Accommodation & Rents, Bull Alley, 1903
32 three-room self contained tenements: 5s.9d per week
80 two-room self contained tenements: 4s.3d per week
32 three-room tenements with shared facilities: 5s.0d per week
80 two-room tenements with shared facilities: 3s.6d per week
20 single-room tenements: 2s.6d per week
Each living room possessed a substantial kitchen range, food cupboard, coal bunker and a dresser. All bedrooms were fitted with stoves and cupboards. Each tenement was adequately ventilated and its entrance amply lighted. Laundries were fitted with galvanised iron coppers and glazed stoneware washing engines. In associated blocks each tenant had exclusive use of a laundry for at least one day in the week; sinks and taps for ordinary water service were placed on each landing.
The completed Bull Alley scheme was a unique fully-serviced community in a central city location.
Iveagh House – The Iveagh Hostel
A prominent element of the new scheme was Iveagh House (later called the Iveagh Hostel) on Bride Road, a massive hostel for single men, completed in 1905. Five storeys in height with a basement, and almost 61 metres in length, Iveagh House was one of the largest residential buildings in Dublin. Messrs. Joseph and Smithem were the architects assisted by Kaye, Parry & Ross. Messrs. Samuel H. Bolton & Sons, a well-known Rathmines contractor, was responsible for building Iveagh House as well as the dwellings near by and almost all the building materials were Irish.
Described on completion as “a palatial workmen’s hotel” it contained 508 cubicles on the four upper floors while on the ground floor were public facilities including a dining room, smoking room & reading room. Ample sanitary facilities, a wash-house and barber’s shop were among the many amenities. A striking feature was the amount of light and air in the vast building, achieved by the outline plan, like a letter “E”, and an immense number of windows.
Each cubicle measured 7ft 6 inches x 5ft. The divisions were made with wood, finished at a distance of 18 inches from the ceiling, so as to secure ventilation without interfering with privacy. The walls of the passages and indeed much of the interior were lined with glazed tiles.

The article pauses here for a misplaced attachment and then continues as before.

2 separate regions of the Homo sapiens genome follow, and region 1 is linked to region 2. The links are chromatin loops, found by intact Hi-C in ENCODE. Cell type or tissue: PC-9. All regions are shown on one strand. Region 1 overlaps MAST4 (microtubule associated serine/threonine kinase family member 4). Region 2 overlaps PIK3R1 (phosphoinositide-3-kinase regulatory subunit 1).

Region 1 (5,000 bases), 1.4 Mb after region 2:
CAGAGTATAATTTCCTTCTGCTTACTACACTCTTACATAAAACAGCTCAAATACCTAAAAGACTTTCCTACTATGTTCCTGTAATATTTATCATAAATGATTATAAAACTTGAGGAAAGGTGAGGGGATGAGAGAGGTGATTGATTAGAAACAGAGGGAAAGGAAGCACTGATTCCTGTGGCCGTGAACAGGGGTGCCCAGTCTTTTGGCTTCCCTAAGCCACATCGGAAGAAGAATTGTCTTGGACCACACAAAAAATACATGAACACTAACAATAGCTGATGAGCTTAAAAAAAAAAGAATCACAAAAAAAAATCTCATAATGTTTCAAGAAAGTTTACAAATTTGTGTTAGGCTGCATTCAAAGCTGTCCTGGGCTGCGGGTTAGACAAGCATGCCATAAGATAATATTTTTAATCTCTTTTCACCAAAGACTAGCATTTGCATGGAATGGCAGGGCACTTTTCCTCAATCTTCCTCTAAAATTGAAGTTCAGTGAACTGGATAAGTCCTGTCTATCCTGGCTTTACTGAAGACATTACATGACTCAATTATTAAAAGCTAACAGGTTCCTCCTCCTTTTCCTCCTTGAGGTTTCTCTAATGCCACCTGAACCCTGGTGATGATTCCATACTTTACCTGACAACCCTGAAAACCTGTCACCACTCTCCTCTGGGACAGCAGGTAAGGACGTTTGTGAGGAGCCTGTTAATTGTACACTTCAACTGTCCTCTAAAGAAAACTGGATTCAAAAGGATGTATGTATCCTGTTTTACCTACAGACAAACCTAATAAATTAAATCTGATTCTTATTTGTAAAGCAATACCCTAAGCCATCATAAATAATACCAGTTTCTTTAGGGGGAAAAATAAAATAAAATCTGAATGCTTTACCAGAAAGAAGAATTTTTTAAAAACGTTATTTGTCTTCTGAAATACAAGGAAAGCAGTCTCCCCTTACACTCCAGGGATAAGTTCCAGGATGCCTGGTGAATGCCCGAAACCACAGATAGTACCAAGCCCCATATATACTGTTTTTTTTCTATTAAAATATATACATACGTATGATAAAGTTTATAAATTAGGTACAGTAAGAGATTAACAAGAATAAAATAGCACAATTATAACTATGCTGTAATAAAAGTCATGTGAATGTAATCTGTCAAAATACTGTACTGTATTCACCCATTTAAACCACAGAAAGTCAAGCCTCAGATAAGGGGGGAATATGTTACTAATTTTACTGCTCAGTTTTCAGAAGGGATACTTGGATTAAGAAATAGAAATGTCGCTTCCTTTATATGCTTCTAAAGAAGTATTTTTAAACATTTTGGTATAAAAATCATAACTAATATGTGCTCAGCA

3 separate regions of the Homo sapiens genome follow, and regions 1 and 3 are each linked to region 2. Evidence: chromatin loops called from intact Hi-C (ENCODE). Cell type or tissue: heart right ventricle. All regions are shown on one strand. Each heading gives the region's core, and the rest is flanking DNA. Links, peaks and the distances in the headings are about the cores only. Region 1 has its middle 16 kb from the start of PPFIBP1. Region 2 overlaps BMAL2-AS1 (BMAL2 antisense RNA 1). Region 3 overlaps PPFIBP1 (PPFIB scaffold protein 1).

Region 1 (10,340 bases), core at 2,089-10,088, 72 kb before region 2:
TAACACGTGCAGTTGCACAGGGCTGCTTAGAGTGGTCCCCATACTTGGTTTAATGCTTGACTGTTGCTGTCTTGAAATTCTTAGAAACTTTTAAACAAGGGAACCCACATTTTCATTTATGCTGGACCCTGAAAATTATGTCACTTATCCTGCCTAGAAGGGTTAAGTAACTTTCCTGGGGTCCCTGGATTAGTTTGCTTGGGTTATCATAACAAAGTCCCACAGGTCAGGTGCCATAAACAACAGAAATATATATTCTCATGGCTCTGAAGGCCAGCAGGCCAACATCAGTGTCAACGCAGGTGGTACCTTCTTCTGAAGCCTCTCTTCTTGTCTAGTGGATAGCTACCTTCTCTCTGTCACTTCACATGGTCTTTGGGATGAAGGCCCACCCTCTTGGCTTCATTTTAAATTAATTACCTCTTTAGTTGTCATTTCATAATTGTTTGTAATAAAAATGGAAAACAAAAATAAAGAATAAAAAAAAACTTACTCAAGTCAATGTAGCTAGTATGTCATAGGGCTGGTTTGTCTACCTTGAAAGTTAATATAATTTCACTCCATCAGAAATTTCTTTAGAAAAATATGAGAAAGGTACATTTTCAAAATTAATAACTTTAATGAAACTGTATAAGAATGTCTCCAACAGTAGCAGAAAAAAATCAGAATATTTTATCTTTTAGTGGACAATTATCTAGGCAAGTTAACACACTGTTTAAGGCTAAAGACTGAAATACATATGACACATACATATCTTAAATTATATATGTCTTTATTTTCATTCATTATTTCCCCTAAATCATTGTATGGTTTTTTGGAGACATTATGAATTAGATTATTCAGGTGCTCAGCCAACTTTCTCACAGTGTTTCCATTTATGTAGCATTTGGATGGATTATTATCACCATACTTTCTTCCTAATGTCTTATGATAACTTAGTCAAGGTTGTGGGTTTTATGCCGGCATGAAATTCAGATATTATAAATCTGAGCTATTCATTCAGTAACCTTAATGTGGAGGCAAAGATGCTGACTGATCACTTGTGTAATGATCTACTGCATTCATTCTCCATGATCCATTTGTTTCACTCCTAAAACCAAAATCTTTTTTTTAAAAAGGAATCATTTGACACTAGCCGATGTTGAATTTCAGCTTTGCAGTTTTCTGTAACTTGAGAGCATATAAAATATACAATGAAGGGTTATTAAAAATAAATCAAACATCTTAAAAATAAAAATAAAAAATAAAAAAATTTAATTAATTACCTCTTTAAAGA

The Hostel soon became a well-known welfare institution, making a major contribution to the alleviation of accommodation needs among the homeless of Dublin. It should be remembered that in the early 20th century Dublin was an an exceptionally harsh place for the poor and contained perhaps the largest proportion of abjectly poor people to be found in any European city of comparable size. It seemed that the Hostel gave better value for money and greater freedom than other institutions for the poor and homeless established in the city. Rents at the Hostel were low at 7d per night or 3/6 per week from 1909. All types of adult men were housed in the hostel but principally labourers, many of them newly-arrived rural migrants seeking work in Dulbin.
The Iveagh Baths
Immediately opposite the hostel the Iveagh Baths were commenced in 1905 on a piece of Corporation land. Opened in 1906 the Baths were well equipped, with 198 private baths for men, 9 for women, and a swimming pool measuring 65ft x 30ft. As with the hostel, Messrs. Joseph and Smithem were the architects assisted by Kaye, Parry & Ross.
The Iveagh Play Centre
The final and most distinguished element in the great scheme was the large, two-storied Play Centre or recreational hall built between 1912 – 1915. Designed by the Dublin architects McDonnell & Reid, the centre is architecturally superior to the Hostel and residential blocks, appropriately fronting St. Patrick’s Park & Cathedral. This play centre was the successor of an earlier centre set up by Lord Iveagh in 1909 at Myra Hall, 100 Francis Street. Encouraged by the success of the earlier institution, Lord Iveagh decided to build and equip a new, larger centre at Bull Alley street, informing the Francis Street committee of his intention in April, 1911. Lord Iveagh took a special interest in the new centre. It was built at a cost of £38,000 and in order that it should be fully utilised, Iveagh endowed it with a gift of £10,000 before vesting it in the trust. A further £2,500 was donated out of Trust income to the working of the centre.
Besides its impressive exterior, the Centre at Bull Alley was remarkably well-appointed inside, containing classrooms, a gymnasium and assembly hall. A range of subjects would be taught there by teachers employed by the Trust and periodic free entertainment provided. The place was in effect a “people’s palace” intended for education & recreation.